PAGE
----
Day of Silence

Bianca Sarver, Photo Editor

April 15th, 2011, was the day when hundreds of students across the nation protested silently against the mistreatment and hate of the lesbian, gay, transgender and bisexual community. It is sponsored by GLSEN, the Gay, Lesbian and Straight Education Network in which students are encouraged to take a vow of silence for the entire day to bring attention to the extreme effects of LGTB harassment in schools. Schools are the number one setting where those in the LGTB community receive the most bullying and hatred due to the ignorance of students.

The Day of Silence began in 1996 as a project assigned to students of the University of Virginia. Over 150 students participated and the following year the organizers made their effort national with nearly 100 colleges participating. It is now one of the largest student-led actions in the United States. Statistics by GLSEN’s 2007 National School Climate Survey found that nine out of ten LGTB students reported verbal, physical and/or sexual harassment at school and 30 percent reported missing at least a day of school within the past month for fear of their personal safety.

The goal of the Day of Silence is to bring national attention to this problem, because it happens everywhere. Simple teasing for being different in elementary school can turn into torment and torture in high school and beyond. It’s these years that make the biggest difference in a person’s life; they can be the best years of your life or the worst and sexual orientation should not be the determinate of that.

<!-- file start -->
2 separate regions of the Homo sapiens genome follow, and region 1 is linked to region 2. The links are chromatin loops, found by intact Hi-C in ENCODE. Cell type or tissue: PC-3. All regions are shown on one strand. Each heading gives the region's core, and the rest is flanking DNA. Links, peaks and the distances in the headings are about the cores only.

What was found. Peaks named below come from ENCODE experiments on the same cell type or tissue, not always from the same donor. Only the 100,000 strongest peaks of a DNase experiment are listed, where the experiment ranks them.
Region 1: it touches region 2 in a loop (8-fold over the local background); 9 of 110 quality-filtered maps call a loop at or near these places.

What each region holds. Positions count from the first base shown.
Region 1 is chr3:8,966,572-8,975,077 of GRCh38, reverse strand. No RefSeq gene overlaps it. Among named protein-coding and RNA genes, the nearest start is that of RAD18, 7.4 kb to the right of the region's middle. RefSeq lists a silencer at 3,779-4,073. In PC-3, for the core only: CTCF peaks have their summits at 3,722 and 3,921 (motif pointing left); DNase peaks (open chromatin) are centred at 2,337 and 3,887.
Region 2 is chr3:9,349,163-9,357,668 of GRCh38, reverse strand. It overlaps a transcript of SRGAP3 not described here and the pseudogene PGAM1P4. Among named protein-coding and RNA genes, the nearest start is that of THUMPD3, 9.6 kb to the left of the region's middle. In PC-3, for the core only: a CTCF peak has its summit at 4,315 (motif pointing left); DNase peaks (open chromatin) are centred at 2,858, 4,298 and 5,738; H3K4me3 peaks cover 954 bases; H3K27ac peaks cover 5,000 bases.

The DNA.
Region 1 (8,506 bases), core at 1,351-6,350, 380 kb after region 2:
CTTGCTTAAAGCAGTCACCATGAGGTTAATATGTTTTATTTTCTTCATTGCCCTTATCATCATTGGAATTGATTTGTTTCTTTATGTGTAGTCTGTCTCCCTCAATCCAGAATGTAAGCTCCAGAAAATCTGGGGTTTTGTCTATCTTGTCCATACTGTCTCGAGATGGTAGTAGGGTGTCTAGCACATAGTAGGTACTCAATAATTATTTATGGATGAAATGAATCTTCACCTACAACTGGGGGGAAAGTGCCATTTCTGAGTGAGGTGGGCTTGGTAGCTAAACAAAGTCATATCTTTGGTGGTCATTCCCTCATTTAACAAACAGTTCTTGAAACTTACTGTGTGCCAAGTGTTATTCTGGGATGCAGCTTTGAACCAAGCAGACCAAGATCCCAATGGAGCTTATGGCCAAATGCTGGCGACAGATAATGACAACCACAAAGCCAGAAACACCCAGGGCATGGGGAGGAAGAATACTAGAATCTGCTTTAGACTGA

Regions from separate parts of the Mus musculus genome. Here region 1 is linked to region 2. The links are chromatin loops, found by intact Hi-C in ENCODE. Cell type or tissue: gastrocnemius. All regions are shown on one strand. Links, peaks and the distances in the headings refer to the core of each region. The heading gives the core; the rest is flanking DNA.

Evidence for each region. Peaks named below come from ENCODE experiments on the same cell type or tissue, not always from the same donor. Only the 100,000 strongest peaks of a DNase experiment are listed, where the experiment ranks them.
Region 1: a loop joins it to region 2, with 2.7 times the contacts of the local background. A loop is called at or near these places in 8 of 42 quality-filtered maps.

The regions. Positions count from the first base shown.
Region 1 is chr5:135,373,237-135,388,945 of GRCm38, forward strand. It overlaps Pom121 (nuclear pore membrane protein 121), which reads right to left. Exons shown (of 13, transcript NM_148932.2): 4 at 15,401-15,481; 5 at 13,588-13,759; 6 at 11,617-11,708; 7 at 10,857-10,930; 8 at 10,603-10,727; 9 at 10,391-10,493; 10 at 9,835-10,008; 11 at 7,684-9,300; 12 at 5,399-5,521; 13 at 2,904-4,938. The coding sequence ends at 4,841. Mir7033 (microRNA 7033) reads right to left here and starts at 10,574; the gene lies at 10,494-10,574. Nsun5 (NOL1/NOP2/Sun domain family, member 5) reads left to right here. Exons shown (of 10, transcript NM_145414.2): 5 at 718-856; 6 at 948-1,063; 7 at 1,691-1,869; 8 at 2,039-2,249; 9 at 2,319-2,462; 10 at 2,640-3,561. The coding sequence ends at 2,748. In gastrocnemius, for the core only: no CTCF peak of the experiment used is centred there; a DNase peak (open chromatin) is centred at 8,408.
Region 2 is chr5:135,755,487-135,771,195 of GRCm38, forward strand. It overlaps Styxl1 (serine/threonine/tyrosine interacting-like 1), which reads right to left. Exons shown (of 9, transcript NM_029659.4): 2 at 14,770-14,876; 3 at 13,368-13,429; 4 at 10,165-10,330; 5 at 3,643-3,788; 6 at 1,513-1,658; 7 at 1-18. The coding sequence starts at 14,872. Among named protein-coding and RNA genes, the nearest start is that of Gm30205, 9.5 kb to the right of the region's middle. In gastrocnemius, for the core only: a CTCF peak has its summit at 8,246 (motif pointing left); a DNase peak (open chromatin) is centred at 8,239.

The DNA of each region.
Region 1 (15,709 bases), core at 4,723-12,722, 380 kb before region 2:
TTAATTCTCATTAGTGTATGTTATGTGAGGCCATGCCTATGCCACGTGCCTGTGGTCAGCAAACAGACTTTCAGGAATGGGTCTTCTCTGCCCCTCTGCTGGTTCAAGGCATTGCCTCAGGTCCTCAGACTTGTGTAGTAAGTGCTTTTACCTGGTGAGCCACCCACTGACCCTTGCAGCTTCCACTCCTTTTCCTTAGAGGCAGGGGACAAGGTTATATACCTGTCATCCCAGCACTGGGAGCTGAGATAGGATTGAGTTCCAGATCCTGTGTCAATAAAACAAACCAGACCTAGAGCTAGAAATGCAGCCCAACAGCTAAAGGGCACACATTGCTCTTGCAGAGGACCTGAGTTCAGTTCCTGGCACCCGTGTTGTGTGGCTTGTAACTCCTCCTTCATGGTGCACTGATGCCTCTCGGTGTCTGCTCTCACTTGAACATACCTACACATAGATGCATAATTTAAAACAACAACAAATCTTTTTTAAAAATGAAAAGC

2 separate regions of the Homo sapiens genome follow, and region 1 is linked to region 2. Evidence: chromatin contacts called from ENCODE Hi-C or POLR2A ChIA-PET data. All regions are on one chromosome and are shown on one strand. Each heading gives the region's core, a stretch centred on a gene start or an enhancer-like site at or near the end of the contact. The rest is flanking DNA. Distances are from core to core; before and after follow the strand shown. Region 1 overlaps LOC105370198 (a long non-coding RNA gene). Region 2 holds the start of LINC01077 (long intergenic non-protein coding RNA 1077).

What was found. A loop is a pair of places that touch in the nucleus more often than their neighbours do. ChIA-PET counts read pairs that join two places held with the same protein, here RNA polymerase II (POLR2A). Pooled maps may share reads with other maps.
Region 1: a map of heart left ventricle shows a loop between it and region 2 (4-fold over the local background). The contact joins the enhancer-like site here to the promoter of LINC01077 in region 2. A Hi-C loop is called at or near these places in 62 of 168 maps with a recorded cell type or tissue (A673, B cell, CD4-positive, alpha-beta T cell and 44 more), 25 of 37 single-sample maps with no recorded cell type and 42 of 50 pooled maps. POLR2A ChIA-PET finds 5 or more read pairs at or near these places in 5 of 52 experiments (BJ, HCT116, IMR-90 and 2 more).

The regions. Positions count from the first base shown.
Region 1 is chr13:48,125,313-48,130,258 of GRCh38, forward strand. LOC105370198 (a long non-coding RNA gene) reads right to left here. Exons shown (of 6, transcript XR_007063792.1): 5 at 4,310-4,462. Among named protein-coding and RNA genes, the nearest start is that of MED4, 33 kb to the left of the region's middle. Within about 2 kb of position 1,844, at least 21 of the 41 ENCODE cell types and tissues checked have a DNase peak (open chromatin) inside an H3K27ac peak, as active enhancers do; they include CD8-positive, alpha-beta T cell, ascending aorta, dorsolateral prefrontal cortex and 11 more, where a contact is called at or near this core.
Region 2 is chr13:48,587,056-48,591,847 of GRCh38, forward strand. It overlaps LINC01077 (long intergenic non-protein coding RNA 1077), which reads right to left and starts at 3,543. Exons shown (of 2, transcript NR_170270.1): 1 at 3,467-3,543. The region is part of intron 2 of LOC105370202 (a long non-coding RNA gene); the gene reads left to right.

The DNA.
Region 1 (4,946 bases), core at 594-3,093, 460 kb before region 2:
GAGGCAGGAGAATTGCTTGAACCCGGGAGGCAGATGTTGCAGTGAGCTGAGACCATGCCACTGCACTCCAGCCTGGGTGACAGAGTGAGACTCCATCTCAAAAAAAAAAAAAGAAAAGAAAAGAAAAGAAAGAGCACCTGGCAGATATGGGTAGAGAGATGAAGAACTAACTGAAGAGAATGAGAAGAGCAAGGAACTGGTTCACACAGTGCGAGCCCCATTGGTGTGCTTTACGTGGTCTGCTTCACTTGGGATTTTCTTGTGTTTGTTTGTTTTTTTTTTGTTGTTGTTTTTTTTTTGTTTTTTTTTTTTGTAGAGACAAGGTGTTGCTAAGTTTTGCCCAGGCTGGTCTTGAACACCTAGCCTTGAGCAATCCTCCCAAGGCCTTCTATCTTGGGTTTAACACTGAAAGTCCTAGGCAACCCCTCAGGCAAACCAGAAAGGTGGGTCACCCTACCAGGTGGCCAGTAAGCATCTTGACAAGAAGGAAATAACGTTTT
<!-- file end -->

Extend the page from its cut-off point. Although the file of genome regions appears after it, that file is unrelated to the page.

Students at Joliet West have a right to participate in this protest and are encouraged to do so after class, during lunch, while in the hallway or before and after school. Students do not have this right in the classroom, however, and should talk to a teacher ahead of time to see if it would be okay to communicate in writing instead of speaking. The Day of Silence is not only a day for awareness but also an incredible opportunity for education on how to respectfully treat others no matter what their preferences are. You can read more on participation and events on